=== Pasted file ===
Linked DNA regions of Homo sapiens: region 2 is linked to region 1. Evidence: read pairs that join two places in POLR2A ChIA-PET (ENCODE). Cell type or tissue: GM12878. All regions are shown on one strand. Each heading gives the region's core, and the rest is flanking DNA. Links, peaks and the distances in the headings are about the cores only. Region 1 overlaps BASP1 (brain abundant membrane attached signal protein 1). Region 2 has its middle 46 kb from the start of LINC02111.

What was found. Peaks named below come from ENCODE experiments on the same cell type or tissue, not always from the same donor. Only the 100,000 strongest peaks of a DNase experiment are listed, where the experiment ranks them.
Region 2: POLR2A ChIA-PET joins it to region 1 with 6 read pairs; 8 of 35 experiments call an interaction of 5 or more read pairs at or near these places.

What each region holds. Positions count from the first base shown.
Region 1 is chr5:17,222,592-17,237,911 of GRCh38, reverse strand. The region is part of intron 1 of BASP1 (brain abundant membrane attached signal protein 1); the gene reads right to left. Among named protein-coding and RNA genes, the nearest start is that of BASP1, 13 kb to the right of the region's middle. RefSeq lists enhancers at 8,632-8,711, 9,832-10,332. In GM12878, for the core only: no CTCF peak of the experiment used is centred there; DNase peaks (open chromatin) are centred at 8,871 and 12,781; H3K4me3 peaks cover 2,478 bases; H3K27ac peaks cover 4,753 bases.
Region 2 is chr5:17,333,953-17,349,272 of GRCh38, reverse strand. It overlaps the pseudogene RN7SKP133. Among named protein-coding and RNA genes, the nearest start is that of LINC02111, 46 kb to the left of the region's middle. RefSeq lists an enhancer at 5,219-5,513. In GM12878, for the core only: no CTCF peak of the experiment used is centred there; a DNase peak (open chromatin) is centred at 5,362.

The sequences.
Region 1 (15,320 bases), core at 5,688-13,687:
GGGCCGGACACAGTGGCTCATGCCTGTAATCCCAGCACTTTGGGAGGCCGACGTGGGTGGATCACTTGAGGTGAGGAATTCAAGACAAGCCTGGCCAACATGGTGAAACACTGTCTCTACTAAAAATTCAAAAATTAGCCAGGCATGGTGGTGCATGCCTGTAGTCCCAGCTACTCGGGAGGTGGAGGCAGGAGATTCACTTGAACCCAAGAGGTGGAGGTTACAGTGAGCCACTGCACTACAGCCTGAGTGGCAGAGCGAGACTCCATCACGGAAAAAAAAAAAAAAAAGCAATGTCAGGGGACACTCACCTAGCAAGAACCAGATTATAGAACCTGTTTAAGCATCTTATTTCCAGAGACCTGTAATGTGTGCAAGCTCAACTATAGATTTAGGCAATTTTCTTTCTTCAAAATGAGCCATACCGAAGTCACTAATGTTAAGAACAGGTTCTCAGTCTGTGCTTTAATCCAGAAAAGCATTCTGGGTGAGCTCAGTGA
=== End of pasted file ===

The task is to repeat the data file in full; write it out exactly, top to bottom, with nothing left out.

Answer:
Linked DNA regions of Homo sapiens: region 2 is linked to region 1. Evidence: read pairs that join two places in POLR2A ChIA-PET (ENCODE). Cell type or tissue: GM12878. All regions are shown on one strand. Each heading gives the region's core, and the rest is flanking DNA. Links, peaks and the distances in the headings are about the cores only. Region 1 overlaps BASP1 (brain abundant membrane attached signal protein 1). Region 2 has its middle 46 kb from the start of LINC02111.

What was found. Peaks named below come from ENCODE experiments on the same cell type or tissue, not always from the same donor. Only the 100,000 strongest peaks of a DNase experiment are listed, where the experiment ranks them.
Region 2: POLR2A ChIA-PET joins it to region 1 with 6 read pairs; 8 of 35 experiments call an interaction of 5 or more read pairs at or near these places.

What each region holds. Positions count from the first base shown.
Region 1 is chr5:17,222,592-17,237,911 of GRCh38, reverse strand. The region is part of intron 1 of BASP1 (brain abundant membrane attached signal protein 1); the gene reads right to left. Among named protein-coding and RNA genes, the nearest start is that of BASP1, 13 kb to the right of the region's middle. RefSeq lists enhancers at 8,632-8,711, 9,832-10,332. In GM12878, for the core only: no CTCF peak of the experiment used is centred there; DNase peaks (open chromatin) are centred at 8,871 and 12,781; H3K4me3 peaks cover 2,478 bases; H3K27ac peaks cover 4,753 bases.
Region 2 is chr5:17,333,953-17,349,272 of GRCh38, reverse strand. It overlaps the pseudogene RN7SKP133. Among named protein-coding and RNA genes, the nearest start is that of LINC02111, 46 kb to the left of the region's middle. RefSeq lists an enhancer at 5,219-5,513. In GM12878, for the core only: no CTCF peak of the experiment used is centred there; a DNase peak (open chromatin) is centred at 5,362.

The sequences.
Region 1 (15,320 bases), core at 5,688-13,687:
GGGCCGGACACAGTGGCTCATGCCTGTAATCCCAGCACTTTGGGAGGCCGACGTGGGTGGATCACTTGAGGTGAGGAATTCAAGACAAGCCTGGCCAACATGGTGAAACACTGTCTCTACTAAAAATTCAAAAATTAGCCAGGCATGGTGGTGCATGCCTGTAGTCCCAGCTACTCGGGAGGTGGAGGCAGGAGATTCACTTGAACCCAAGAGGTGGAGGTTACAGTGAGCCACTGCACTACAGCCTGAGTGGCAGAGCGAGACTCCATCACGGAAAAAAAAAAAAAAAAGCAATGTCAGGGGACACTCACCTAGCAAGAACCAGATTATAGAACCTGTTTAAGCATCTTATTTCCAGAGACCTGTAATGTGTGCAAGCTCAACTATAGATTTAGGCAATTTTCTTTCTTCAAAATGAGCCATACCGAAGTCACTAATGTTAAGAACAGGTTCTCAGTCTGTGCTTTAATCCAGAAAAGCATTCTGGGTGAGCTCAGTGA